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Just three years ago, Russia was on the breadline, negotiating with the U.S. for a 5 million-ton food aid package it desperately needed after its second poor harvest in a row. Now, in a startling about-face, Russia is harvesting bumper crops and giving established grain exporters, such as the European Union, Australia, the U.S., and Canada a run for their money. It's even on track to beat records set by the czarist regime almost a century ago, when Mother Russia was the world's breadbasket. "Now that other countries have cut back exports [because of drought], we have a chance to occupy a new niche in the market," says Yury Ognev, general director of Roskhleboprodukt, a former state-owned grain trading company bought up by metals magnate Vladimir O. Potanin last year.
Thanks to good weather and investments by new agribusiness barons such as Potanin, Russia is likely to match or beat last year's record grain harvest of 85 million tons. SovEcon, a Moscow agricultural research agency, estimates that exports in the 2002-03 agricultural year starting July 1 will rise nearly 50%, to 10 million tons. That would wipe out the 8 million-ton record set in pre-revolutionary Russia back in 1913, and bring in revenues of $850 million.
Most of Russia's grain goes to Italy, Greece, Spain, and Northern Africa. With labor and farming costs less than half of Canada's, Russia is well-placed to win market share from suppliers in Australia, Canada, and the EU that have been hit by drought and flooding. Russian milling wheat meets EU standards. Priced at $85 to $95 per ton, it is $50 below U.S. wheat of the same quality, and $20 below EU wheat. Russia hopes that the low prices will cement its hold on new markets.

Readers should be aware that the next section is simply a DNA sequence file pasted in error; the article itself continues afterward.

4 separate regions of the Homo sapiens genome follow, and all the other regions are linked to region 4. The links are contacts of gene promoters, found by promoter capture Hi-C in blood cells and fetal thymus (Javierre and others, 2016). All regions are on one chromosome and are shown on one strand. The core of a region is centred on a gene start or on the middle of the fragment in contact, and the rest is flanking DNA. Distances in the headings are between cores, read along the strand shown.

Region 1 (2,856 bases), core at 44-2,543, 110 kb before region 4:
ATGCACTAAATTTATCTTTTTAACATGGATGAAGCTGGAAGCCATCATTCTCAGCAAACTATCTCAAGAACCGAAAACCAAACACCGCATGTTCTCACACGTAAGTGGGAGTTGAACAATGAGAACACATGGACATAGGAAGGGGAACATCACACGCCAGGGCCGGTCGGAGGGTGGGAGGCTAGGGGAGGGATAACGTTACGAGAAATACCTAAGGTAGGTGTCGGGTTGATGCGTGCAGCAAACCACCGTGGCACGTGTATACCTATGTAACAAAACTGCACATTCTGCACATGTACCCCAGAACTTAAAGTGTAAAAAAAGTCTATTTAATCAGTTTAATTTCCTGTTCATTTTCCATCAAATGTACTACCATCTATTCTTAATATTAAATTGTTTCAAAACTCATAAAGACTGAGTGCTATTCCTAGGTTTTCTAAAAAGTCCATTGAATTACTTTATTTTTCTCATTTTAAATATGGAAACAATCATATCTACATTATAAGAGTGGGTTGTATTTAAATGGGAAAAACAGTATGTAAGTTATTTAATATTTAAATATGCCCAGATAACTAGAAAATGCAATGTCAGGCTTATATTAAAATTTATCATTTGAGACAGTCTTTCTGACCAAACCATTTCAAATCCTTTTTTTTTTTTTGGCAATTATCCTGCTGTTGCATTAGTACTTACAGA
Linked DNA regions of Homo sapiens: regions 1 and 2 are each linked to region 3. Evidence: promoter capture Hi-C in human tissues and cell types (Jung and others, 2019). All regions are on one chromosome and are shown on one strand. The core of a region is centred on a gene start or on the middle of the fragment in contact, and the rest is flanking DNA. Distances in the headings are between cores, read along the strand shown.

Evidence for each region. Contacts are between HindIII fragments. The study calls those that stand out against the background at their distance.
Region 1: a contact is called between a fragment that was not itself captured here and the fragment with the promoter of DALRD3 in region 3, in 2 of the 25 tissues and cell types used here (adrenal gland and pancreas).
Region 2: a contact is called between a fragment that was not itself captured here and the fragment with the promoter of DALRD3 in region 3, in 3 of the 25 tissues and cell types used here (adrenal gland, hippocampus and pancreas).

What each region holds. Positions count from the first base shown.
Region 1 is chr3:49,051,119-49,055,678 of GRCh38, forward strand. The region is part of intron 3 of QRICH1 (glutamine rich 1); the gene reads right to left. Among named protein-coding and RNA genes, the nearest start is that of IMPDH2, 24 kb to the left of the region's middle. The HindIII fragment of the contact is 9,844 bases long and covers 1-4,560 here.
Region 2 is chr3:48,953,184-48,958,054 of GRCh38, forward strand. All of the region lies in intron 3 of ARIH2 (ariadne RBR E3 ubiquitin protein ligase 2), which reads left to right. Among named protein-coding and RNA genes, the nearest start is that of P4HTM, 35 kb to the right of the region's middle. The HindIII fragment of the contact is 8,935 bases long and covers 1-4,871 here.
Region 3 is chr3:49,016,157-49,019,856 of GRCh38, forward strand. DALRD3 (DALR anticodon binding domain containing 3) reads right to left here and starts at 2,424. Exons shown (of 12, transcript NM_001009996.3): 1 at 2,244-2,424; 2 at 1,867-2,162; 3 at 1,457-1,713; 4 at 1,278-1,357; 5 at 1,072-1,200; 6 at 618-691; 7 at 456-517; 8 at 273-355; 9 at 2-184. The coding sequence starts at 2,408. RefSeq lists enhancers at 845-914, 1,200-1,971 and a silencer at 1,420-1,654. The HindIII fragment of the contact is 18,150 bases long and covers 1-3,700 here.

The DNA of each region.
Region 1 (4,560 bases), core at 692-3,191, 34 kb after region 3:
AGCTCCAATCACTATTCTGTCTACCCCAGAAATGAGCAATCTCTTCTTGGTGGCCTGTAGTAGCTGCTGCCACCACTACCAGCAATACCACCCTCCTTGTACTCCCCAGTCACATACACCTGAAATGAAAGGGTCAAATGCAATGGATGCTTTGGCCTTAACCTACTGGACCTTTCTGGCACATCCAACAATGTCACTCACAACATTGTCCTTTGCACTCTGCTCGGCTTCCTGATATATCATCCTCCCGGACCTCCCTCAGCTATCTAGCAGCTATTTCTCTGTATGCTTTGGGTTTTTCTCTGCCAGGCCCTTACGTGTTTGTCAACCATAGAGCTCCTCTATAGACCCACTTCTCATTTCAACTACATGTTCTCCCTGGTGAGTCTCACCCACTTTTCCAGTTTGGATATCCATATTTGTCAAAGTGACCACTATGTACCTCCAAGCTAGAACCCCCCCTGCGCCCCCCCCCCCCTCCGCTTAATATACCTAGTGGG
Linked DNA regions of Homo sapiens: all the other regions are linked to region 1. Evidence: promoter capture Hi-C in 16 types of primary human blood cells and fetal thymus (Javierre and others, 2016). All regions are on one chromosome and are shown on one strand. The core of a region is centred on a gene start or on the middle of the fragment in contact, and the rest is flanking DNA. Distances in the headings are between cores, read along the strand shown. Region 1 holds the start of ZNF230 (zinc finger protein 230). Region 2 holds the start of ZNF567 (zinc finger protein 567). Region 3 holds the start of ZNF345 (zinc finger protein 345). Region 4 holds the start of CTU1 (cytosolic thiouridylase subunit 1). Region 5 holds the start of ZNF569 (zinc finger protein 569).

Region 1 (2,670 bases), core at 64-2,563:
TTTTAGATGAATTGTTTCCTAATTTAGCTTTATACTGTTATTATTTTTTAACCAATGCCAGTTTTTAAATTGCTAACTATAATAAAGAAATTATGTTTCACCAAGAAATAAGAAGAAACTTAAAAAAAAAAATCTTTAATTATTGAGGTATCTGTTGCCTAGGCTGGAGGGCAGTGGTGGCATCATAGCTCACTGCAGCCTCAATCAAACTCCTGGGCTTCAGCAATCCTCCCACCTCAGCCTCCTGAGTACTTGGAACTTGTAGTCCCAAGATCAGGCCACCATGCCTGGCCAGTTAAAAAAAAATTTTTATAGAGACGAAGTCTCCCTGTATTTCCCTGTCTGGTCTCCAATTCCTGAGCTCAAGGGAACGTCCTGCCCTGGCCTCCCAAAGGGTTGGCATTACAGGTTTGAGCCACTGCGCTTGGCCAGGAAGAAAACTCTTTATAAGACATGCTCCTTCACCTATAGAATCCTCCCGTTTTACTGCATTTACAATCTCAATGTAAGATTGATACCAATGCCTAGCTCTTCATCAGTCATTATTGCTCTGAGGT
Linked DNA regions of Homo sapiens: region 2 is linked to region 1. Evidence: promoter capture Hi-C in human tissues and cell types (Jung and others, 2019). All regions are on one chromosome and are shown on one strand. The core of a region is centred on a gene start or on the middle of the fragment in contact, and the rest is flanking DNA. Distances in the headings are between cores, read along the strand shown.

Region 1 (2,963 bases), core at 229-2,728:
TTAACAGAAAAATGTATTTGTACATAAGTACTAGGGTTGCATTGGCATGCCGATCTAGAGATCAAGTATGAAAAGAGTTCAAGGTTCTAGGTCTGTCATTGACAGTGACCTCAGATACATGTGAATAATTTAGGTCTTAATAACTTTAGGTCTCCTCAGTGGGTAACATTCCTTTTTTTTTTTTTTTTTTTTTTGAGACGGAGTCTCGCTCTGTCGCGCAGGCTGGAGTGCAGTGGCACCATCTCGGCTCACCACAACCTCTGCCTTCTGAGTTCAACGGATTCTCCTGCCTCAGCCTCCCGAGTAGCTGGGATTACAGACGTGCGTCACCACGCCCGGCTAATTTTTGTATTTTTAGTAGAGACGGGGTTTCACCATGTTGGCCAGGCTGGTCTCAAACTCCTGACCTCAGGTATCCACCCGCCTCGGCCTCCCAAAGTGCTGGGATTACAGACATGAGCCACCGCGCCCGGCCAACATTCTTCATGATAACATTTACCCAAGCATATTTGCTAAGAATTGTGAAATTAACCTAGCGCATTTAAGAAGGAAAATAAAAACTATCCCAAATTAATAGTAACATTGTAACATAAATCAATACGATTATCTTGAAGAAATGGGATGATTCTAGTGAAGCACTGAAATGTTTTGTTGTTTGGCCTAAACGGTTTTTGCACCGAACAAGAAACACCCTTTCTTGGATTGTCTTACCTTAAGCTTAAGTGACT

That prospect is sounding alarms in the EU. Brussels is weighing new import quotas that would keep out Russian and Ukrainian grain. Such a move raises the threat of a trade war with Russia. It also could snarl already fraught negotiations on Russia's entry into the World Trade Organization. "While European countries are calling on others to be liberal and open, they do the complete opposite when it touches their own interests," says Russian Agriculture Minister Alexei Gordeyev. Russia is considering setting quotas on imports of European meat products in retaliation, he adds.
Despite the two bumper harvests, Russia is far from having the weight it had in czarist days, when it supplied one-third of global markets. Russia's exports of 4.2 million tons of wheat last year are far behind the 26 million tons exported by the U.S. That won't change unless Russia can construct new port terminals and improve its railroad system to ship surplus grain cheaply.
That's where the financial muscle of the new barons of Russian agriculture comes in. Russia's main port on the Black Sea, Novorossisk, is overloaded, and routes through Baltic ports are getting clogged, too. So Igor Potapenko, founder of the Moscow-based Razgulyai-Ukrros agriculture holding company, is in negotiations with the European Bank for Reconstruction & Development over its possible participation in his project to complete a $14 million grain terminal on the Azov Sea by next year. "Russia's potential as a world player on the grain market is huge," says Potapenko. Roskhleboprodukt plans to spend up to $100 million on a new deepwater terminal at Novorossisk, as well as terminals on the Azov and Baltic Seas.
So far, so good. But how long can Russia hold on to new markets after a decade of farm-sector neglect? Most new agribusiness owners are starting to plough millions of dollars into equipment and fertilizer. But the really big bucks won't come in until the government gets a new farm insurance program off the ground. Meanwhile, Russia will continue to enjoy its edge in cheap labor and abundant land. By European standards, Russian farmland currently is underfertilized by a factor of ten. If farmers just increased their use of fertilizer, output would soar. The czars would be proud. By Catherine Belton in Moscow